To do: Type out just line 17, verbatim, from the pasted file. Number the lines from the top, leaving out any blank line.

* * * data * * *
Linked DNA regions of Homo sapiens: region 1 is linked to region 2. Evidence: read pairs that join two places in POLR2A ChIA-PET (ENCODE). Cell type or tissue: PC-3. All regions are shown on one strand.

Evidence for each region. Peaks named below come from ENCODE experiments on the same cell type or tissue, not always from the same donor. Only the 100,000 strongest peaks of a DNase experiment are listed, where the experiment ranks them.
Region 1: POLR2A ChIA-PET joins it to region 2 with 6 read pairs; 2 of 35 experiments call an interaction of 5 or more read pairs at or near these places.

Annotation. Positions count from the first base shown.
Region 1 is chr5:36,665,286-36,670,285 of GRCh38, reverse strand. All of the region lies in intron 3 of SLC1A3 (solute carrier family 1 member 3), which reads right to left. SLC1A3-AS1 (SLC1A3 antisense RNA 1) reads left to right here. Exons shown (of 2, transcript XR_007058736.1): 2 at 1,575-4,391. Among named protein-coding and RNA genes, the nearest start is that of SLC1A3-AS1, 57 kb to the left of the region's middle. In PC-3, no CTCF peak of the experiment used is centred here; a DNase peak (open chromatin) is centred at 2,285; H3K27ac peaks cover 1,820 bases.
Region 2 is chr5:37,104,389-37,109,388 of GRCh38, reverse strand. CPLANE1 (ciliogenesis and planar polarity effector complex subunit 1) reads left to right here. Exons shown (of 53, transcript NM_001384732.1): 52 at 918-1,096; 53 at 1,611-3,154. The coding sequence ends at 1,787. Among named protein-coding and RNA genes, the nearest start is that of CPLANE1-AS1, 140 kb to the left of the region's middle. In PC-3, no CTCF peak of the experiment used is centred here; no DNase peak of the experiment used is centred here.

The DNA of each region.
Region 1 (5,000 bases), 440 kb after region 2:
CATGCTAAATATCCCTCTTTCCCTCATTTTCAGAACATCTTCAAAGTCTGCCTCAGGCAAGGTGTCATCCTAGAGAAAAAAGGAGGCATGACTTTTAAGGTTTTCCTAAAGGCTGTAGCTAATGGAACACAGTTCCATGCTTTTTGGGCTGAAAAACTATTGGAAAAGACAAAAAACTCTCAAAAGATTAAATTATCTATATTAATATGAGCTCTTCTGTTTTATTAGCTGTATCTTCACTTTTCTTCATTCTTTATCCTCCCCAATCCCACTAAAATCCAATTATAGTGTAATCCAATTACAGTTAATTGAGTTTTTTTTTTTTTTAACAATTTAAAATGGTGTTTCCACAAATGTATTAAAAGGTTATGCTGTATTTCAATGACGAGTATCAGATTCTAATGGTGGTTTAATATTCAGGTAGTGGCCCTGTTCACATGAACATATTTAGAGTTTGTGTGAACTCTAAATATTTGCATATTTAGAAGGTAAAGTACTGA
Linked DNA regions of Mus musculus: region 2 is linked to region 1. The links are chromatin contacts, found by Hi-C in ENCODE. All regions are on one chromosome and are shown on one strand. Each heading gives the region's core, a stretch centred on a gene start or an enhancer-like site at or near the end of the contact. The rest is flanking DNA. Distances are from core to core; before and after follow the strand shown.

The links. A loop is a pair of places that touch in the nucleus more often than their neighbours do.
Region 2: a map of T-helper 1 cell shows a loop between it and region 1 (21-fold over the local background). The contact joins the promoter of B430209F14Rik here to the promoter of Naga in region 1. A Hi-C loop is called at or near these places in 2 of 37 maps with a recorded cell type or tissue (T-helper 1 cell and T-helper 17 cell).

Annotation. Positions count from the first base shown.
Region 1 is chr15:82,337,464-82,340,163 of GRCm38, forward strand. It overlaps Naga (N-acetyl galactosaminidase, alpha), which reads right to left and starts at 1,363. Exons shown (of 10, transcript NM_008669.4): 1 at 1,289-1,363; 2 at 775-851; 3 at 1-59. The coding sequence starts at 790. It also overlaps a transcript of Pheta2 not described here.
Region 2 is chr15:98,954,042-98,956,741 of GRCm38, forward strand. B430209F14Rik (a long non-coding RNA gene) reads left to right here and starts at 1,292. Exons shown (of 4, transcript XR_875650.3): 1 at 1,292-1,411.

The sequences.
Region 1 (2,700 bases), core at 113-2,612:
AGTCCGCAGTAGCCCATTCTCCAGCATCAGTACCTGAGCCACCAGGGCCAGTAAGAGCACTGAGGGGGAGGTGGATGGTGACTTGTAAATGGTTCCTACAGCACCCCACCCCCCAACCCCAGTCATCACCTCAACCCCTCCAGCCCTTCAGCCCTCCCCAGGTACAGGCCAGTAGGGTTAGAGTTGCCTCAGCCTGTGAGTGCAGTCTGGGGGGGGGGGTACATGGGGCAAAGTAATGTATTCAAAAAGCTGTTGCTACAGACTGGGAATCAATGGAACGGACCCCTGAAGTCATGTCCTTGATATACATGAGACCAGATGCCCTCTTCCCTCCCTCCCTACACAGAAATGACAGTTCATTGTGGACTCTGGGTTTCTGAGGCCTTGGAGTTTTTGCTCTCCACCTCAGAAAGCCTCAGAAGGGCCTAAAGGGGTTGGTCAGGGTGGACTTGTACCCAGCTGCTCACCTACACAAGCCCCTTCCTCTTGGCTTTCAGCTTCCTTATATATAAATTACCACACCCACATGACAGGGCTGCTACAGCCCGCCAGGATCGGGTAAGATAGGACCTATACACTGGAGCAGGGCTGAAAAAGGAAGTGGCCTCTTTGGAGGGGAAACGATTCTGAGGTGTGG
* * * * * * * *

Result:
Region 1 (2,700 bases), core at 113-2,612: